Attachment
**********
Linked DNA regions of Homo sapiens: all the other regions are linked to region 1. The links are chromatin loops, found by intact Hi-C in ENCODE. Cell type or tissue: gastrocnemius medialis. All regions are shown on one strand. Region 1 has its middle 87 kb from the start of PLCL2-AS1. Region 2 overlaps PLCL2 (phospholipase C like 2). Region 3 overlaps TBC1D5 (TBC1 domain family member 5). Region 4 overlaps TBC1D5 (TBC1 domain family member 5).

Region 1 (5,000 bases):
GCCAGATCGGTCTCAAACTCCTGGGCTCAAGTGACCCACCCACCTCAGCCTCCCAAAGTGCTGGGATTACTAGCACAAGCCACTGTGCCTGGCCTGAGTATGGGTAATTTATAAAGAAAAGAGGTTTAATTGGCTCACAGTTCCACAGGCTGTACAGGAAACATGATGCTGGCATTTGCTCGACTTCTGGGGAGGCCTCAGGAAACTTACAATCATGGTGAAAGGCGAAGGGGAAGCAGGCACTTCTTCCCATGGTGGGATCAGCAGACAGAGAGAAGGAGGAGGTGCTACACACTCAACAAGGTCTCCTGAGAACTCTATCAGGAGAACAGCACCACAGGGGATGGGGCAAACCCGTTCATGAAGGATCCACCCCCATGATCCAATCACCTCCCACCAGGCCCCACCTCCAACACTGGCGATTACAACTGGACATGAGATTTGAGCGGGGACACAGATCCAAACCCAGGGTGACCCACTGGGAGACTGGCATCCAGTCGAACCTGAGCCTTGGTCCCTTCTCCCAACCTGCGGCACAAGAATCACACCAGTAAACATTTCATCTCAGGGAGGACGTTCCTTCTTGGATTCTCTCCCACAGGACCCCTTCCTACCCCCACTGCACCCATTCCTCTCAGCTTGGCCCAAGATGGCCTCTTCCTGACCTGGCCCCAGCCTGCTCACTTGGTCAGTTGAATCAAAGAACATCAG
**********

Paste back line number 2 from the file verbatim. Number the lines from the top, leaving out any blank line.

Region 1 (5,000 bases):